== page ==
Around 300 pro-democracy protesters are in custody in Hong Kong following another crackdown by police. The arrests happened Sunday during an “illegal demonstration” over delayed elections. Via RTHK:
In a confrontation at the intersection of Shantung and Sai Yee streets in Mong Kok, a group of plain-clothes officers subdued a number of people. Witnesses said officers used pepper spray against passers-by who voiced their displeasure with the police action.
The force also said it had found bags of bricks and stones in an alley in Yau Ma Tei and suspected that they were intended to be used in the protests.
And as night fell, police continued their stop-and-search operation in Mong Kok.
The League of Social Democrats said three of its core members – Leung Kwok-hung, Raphael Wong and Figo Chan – were arrested by the police near Eaton Hotel in Jordan. They were seen trying to protest against the government’s decision to delay the Legco election but police quickly intervened and stopped them
The government decided to delay this year’s elections citing the coronavirus pandemic. Hong Kong’s government suggested a one year delay to the casting of ballots, something which ended up causing a bit of a split amongst LegCo opposition membership. From South China Morning Post:
But Democratic Party chairman Wu Chi-wai said it was too early to decide whether to stay or not as there was little information to go by. “With no details of the arrangement, it is immature to discuss it. But I believe the camp has to be united,” he said. “Dividing its enemies is always the tactic of the Chinese Communist Party.”
Ted Hui Chi-fung, Wu’s party colleague, conceded views within the camp were split. “Some proposed for a collective resignation, but I see more residents wishing for the pan-democrats to fight for every inch of space,” Hui said.
But another pan-democrat, who spoke on condition of anonymity, said he was inclined to quit and hoped all his allies would follow suit if [four incumbents who were declared ineligible because they didn’t swear allegiance to Hong Kong] were banned.
“I believe there would be little room for us to filibuster, while the government might bulldoze more draconian laws to the legislature,” the pan-democrat said. “It is getting difficult for us to avoid criticism from the public.”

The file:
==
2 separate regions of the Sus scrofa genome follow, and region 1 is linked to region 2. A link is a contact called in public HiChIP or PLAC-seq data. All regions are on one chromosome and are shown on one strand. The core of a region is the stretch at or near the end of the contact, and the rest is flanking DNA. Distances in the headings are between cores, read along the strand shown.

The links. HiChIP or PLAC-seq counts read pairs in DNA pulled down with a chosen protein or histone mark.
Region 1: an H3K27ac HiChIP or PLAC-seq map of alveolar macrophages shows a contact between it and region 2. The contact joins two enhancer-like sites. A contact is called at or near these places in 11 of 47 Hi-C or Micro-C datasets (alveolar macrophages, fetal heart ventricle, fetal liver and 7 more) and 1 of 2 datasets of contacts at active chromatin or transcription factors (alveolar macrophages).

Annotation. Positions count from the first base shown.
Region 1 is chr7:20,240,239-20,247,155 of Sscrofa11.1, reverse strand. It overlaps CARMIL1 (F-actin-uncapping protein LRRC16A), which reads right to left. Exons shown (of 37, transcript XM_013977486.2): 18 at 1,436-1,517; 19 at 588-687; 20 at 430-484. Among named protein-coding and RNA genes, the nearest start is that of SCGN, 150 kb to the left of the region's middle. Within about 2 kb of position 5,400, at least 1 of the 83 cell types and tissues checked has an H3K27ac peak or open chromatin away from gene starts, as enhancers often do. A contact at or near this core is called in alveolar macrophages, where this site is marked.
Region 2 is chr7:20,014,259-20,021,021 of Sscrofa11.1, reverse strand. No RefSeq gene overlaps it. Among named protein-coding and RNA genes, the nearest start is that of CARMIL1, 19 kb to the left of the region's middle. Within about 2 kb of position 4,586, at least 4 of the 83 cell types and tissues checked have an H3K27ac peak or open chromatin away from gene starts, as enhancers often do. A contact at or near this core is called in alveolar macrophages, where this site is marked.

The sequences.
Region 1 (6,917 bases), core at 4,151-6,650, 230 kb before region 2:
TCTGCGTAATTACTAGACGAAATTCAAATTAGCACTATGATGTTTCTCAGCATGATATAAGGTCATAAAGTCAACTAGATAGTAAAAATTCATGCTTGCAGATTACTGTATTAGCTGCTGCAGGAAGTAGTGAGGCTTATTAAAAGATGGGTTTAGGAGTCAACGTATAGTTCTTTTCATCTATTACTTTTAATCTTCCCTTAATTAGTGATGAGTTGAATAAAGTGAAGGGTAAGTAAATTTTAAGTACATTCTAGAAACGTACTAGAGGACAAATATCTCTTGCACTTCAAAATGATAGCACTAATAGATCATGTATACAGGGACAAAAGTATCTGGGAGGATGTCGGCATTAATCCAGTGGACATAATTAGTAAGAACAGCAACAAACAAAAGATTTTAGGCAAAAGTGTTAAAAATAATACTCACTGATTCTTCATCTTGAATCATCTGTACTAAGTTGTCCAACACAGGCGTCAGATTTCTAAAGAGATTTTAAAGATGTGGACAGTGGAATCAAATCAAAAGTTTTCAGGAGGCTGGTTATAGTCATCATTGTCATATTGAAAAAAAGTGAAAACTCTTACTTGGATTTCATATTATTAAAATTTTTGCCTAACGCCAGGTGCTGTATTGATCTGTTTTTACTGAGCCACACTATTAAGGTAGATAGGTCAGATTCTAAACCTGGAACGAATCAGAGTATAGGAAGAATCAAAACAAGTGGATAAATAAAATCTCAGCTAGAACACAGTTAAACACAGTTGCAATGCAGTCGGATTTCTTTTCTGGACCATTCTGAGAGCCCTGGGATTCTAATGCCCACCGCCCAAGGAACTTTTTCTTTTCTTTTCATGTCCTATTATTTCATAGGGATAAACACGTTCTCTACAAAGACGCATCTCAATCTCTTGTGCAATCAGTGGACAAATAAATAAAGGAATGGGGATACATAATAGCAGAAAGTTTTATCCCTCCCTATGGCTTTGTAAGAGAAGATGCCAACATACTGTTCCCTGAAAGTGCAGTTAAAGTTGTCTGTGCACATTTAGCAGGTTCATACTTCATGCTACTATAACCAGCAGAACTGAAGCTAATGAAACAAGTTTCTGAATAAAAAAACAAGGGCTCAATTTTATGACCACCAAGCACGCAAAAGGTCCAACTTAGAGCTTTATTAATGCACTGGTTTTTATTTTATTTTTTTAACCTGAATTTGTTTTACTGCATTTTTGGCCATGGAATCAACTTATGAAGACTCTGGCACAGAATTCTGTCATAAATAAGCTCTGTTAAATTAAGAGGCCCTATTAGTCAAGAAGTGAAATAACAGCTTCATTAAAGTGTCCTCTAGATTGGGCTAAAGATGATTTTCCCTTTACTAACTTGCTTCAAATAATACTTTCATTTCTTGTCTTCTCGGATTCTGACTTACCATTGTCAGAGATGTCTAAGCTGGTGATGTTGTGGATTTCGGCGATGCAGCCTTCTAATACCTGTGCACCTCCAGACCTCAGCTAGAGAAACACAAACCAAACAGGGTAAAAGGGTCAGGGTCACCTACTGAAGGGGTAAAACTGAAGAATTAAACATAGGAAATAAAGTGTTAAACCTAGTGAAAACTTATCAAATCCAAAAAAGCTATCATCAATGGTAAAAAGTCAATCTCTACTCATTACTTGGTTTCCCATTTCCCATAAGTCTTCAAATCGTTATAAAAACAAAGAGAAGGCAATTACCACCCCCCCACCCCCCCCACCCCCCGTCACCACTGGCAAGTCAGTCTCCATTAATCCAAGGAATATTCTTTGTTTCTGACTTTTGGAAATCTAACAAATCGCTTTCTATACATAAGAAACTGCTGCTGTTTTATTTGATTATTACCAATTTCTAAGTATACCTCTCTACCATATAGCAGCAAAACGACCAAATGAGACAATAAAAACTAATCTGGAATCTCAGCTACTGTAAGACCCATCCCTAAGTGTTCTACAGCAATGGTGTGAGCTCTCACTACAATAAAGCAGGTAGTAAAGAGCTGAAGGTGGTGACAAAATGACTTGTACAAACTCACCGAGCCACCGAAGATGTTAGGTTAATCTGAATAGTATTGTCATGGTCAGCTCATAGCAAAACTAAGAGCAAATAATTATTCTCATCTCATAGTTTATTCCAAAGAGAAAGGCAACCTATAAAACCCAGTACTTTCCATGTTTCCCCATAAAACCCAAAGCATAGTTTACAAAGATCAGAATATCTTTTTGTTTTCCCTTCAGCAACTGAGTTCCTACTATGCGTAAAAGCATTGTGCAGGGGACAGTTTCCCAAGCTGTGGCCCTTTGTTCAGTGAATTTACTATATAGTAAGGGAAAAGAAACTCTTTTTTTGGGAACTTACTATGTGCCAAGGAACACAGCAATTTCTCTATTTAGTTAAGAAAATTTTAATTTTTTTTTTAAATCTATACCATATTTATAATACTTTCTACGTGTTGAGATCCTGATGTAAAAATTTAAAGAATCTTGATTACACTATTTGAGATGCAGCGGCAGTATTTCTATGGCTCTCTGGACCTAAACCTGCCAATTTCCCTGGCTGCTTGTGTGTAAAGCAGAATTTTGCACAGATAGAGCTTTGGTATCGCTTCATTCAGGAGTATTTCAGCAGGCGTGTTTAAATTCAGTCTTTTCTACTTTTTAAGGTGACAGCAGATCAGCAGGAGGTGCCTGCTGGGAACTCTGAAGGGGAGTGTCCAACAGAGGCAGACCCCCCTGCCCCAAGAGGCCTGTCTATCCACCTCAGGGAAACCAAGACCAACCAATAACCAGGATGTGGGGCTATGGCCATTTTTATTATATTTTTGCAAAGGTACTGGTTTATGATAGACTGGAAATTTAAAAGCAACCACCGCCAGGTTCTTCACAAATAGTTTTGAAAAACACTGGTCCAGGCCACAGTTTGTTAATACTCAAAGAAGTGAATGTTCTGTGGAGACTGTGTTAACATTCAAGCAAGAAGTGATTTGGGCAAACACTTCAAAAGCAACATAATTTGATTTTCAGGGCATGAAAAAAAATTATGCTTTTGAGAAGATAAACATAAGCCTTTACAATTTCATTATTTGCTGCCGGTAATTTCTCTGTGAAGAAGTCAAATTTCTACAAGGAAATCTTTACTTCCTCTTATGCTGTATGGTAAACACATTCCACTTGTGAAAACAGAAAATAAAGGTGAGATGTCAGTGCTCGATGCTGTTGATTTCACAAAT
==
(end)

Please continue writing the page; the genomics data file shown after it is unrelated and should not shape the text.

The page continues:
Likely what Hong Kong Chief Executive Carrie Lam and her Chinese handlers want.
It’s understandable why pan-democrats are split on the issue. After all, is it easier to cling to some semblance of power and attempt reforms from within or follow Basic Law and the moral high ground. My own instincts say follow Basic Law because the chances of later reform remain even if it means a temporary loss of power. Hard decision to make, especially when facing a tyrannical government.
Back to Sunday’s demonstrations. The government defended police actions by telling RTHK the protesters were in violation of the National Security Law and Hong Kong’s ban of gatherings of more than two to keep the spread of coronavirus at a minimum. HKPD also sent undercover officers into the crowds and quickly started rounding up people.
Bedlam just broke out on Shantung Street in Mong Kong after undercover police posing as protesters tackled several people to the ground and pepper sprayed the crowd. pic.twitter.com/SeOT8BWLS3
— Ryan Ho Kilpatrick 何松濤 (@rhokilpatrick) September 6, 2020
SCMP also reported journalists were threatened with arrest on claims they were taking part in an illegal event. Hard to do your job when police are vowing to make your life hell.
A LegCo election needs to happen this year, not next year like Lam is planning. I’m thankful Hong Kong pan-democrats are keeping up their push for free and open elections despite HKPD and the government’s awful behavior. However, I fear the worst is yet to come for democrats there.